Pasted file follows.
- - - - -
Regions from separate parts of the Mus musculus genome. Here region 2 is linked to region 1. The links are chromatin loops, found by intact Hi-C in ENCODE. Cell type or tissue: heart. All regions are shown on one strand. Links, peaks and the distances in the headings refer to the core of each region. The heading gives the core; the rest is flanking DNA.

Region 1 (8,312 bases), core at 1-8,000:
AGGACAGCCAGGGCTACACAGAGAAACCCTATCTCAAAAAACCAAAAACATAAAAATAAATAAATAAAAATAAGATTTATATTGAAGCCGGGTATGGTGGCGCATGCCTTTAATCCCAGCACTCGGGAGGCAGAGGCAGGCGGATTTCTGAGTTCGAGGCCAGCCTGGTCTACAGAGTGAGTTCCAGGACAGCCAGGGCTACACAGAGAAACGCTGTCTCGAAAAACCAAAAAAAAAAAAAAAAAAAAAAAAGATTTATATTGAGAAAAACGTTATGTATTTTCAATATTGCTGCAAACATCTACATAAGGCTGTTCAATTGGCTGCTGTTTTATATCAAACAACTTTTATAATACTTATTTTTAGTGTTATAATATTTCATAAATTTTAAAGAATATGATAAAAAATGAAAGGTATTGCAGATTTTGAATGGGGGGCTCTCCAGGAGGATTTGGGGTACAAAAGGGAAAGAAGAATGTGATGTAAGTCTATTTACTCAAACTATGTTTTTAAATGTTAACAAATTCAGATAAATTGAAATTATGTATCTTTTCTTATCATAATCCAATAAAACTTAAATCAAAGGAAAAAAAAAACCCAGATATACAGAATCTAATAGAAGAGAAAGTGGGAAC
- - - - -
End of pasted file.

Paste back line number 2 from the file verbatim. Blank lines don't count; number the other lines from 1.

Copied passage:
Region 1 (8,312 bases), core at 1-8,000: